Volatile material is frequently utilized as rocket fuel on unmanned spacecraft having unserviccable valving systems that must remain relatively inactive over long periods of time. For example, a rocket propellant such as fluorine and other corrosive material cannot be used with conventional polymer seals and valve material. It is, however, essential to contain this corrosive fluid from the rest of the spacecraft equipment over a long period of time while at the same time having the fluid available when necessary. Accordingly, there is a demand in the prior art to provide a long term efficient seal in a valve assembly without the use of seal material between the valve elements.

OBJECTS AND SUMMARY OF THE INVENTION It is a primary object of the present invention to provide a valve assembly that can maintain a fluid tight seal over a relatively long period of time.

It is another object of the present invention to effect the seal directly between the valve member and its seat by releasably bonding them together.

It is a further object of the present invention to ultrasonically bond the valve member and seat and subsequently ultrasonically release the valve member from its seat. I

It is yet another object of the present invention to provide a hollow valve member that incorporates an ultrasonic bonding unit within the valve member.

It is yet a further object of the present invention to provide a valve member of a soft material such as soft metal and a valve seat of a hard material such as hard metal or ceramics with poor adhesion affinity to the soft material.

Briefly described, the present invention involves the direct bonding of a valve member to its respective seat to effectuate a fluid tight seal over a relatively long period of time, e.g., years. The bonding mechanisms can be reactivated to repeatedly release and bond the valve assembly desired.

More particularly, the subject invention includes a hollow valve member that incorporates an ultrasonic bonding unit within the valve member. The bonding unit includes a transducer and a velocity transformer terminating in a hard welding or bonding tip. Generator means are provided to excite the transducer such as a pair of piezoelectric transducers. The valve member is made from a relatively soft material, such as soft metal while the valve seat is made from a relatively hard material such as hard mctalor ceramics with a relatively poor adhesive affinity for the soft material. The application of ultrasonic energy to the interface of the valve member and valve seat creates a sealing bond. The sealing bond can be released to permit fluid flow by the same application of ultrasonic energy.

Further objects and the many attendant advantages of the invention may be best understood by reference to the following detailed description taken in conjunction with the accompanying drawings in which like reference symbols designate like parts throughout the figures thereof.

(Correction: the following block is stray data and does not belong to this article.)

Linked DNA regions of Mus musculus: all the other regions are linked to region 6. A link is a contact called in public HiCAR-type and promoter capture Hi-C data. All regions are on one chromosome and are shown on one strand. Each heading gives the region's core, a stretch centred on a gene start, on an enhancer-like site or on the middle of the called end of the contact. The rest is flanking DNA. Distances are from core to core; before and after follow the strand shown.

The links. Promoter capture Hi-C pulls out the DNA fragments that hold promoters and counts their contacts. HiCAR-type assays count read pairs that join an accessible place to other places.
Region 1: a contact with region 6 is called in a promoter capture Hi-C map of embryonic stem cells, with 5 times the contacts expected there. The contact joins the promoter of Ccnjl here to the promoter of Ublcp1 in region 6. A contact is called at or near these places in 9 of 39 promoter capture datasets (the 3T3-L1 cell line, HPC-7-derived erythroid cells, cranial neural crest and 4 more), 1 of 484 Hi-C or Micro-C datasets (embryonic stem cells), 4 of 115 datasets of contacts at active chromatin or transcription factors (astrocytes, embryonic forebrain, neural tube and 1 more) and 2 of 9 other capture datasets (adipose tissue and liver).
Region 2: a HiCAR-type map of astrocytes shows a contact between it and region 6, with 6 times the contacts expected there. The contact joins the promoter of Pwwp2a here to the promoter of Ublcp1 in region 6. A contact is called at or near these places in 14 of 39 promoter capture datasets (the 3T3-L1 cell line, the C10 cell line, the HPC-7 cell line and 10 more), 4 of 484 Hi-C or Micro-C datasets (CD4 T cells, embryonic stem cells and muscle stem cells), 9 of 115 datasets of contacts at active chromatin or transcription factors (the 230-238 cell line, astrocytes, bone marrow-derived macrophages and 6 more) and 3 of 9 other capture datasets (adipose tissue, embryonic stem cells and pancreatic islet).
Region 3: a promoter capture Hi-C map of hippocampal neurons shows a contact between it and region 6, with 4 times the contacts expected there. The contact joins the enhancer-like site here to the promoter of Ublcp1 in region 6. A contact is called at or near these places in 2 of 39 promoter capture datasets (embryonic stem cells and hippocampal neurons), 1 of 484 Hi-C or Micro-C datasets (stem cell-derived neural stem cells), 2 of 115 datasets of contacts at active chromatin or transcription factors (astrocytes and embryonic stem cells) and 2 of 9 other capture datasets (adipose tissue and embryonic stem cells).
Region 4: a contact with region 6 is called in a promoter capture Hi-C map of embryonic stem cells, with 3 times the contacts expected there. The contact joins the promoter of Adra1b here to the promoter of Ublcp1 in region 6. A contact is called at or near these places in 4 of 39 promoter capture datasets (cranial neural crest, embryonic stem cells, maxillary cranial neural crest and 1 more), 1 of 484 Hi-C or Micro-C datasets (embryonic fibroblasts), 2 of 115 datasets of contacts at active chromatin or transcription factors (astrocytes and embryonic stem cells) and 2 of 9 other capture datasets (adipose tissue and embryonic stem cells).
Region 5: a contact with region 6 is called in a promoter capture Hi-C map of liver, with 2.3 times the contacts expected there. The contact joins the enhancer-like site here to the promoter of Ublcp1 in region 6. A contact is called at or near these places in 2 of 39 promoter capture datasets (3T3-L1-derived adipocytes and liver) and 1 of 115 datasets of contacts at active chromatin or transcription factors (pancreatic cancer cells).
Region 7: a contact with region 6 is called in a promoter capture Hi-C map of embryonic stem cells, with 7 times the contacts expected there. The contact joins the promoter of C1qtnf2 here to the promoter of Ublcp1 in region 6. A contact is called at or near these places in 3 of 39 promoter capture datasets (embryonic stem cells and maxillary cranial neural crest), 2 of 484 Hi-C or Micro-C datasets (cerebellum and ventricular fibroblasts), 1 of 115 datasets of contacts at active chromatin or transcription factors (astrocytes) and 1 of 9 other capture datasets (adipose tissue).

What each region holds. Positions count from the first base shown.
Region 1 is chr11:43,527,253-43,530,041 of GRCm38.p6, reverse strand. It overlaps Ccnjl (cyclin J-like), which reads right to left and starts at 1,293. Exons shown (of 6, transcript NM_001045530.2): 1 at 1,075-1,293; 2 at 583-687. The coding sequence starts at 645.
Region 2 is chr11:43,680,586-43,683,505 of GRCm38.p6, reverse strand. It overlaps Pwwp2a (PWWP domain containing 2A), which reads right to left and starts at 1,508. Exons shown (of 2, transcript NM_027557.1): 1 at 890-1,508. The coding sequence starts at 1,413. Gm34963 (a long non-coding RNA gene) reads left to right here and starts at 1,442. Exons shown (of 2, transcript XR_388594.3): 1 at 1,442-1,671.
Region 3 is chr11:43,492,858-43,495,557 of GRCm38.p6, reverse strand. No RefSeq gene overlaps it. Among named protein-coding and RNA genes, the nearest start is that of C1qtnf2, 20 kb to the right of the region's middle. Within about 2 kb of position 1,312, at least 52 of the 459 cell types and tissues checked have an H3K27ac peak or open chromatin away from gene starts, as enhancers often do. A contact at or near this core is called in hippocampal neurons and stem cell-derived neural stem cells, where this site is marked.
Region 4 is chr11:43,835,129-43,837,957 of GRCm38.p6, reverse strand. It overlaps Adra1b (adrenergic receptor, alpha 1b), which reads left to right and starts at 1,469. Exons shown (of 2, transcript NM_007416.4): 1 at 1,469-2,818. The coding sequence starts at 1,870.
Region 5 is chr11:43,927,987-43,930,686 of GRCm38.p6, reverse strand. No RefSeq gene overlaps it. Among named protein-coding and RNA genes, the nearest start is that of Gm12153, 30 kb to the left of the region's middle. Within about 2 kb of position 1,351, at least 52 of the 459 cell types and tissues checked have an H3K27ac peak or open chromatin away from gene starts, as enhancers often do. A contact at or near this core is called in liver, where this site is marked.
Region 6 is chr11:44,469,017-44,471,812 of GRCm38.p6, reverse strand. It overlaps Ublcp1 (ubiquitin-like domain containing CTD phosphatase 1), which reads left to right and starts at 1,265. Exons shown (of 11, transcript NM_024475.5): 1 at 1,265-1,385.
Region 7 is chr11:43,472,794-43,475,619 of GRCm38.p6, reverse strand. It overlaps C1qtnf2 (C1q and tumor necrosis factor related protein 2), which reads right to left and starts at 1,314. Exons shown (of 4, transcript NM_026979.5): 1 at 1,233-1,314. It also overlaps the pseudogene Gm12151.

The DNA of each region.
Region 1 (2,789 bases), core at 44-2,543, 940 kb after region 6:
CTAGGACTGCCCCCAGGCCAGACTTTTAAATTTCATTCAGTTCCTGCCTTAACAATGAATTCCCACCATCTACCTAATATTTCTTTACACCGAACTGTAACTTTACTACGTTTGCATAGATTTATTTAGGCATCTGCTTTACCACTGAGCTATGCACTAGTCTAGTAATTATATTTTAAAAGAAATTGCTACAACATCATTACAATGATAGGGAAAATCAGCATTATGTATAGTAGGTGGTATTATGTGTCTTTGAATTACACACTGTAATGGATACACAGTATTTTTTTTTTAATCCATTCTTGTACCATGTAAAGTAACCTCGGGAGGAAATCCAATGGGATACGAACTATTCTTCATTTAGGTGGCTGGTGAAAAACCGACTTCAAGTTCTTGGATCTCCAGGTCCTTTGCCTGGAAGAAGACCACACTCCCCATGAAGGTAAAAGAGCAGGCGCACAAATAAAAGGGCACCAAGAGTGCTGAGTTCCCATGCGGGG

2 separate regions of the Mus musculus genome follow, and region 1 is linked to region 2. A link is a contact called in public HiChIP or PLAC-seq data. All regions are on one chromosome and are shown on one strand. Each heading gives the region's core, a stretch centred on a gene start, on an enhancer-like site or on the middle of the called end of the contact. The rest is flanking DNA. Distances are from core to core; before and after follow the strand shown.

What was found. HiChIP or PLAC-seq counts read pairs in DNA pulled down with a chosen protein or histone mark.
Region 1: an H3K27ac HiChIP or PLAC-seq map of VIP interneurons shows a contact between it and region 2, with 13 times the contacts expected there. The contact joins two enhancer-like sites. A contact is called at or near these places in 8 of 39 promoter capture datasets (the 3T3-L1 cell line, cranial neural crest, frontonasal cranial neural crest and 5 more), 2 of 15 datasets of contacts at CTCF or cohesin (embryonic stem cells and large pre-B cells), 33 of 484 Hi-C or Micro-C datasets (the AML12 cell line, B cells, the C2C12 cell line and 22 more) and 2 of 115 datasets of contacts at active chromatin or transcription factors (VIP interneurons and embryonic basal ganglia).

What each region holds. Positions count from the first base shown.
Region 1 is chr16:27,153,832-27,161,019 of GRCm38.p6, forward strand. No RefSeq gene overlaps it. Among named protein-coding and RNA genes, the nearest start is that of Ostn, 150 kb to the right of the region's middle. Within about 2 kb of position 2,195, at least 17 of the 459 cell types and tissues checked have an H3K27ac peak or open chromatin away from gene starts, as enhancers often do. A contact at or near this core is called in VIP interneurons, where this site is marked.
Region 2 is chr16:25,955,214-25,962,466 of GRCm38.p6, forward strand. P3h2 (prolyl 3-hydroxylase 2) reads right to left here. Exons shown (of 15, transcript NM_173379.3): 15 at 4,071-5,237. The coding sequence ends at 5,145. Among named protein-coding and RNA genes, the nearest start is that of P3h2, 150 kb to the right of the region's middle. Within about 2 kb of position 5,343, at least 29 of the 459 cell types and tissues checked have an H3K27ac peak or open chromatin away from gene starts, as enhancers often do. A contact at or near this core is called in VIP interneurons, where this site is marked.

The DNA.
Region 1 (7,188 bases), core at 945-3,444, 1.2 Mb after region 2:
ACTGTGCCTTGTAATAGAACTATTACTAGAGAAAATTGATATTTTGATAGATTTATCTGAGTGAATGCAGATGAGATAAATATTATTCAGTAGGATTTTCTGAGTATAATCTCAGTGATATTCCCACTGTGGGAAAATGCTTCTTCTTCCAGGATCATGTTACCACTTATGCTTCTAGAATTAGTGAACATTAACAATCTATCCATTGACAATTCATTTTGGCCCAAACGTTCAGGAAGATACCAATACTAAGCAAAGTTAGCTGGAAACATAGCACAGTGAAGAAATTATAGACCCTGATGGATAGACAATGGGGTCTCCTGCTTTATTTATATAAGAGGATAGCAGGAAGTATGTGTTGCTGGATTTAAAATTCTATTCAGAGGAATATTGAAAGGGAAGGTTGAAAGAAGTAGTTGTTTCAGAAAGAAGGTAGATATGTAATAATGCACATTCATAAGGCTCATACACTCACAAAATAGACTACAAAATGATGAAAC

BRIEF DESCRIPTION OF THE DRAWINGS FIG. 1 is a schematic cross-sectional diagram illustrating the principles of the present invention.

FIG. 2 is a schematic perspective view of the valve assembly of the present invention.

DESCRIPTION OF THE PREFERRED EMBODIMENT The valve assembly of the present invention is capable of maintaining a fluid tight seal over a relatively long period of time by releasably bonding or welding a valve member to its seat. In the preferred embodiment, the bonding is cffeetuated ultrasoncially. The terminology bonding and welding" is frequently utilized interchangeably in the field of ultrasonics. While the exact nature of ultrasonic bonding is not fully understood, it is believed that the term bonding is more correet in thata molecular attraction between the surfaces to be joined is apparently the major contributor to the strength of the final joint. However, it is believed that the concept of the present invention is sufficiently generic to encompass both the bonding and welding characteristics of the joint that would seal the valve member to its seat and the following description will utilize both terms.

an explanation of ultrasonic welding theory is that the vibratory motion at the metal surfaces to be joined initially removes surface dirt and oxide layers. With the removal of this dirt and oxide, the contact area between the clean metals increases resulting in the metal innerfaees being joined.

The elements in an ultrasonic bonding system 18 can be broadly categorized as a transducer for providing the correct resonant frequency, a member for translating the oscillatory motion and preferably amplifying the oscillatory motion that can be called a velocity transformer, a welding tip attached to or part of the velocity transformer for applying the motion to the workpiece and an anvil or support for the surfaces to be joined. The actual optimum frequency will depend on the particular materials and the normal range is generally between l0,000 to 60,000 cps.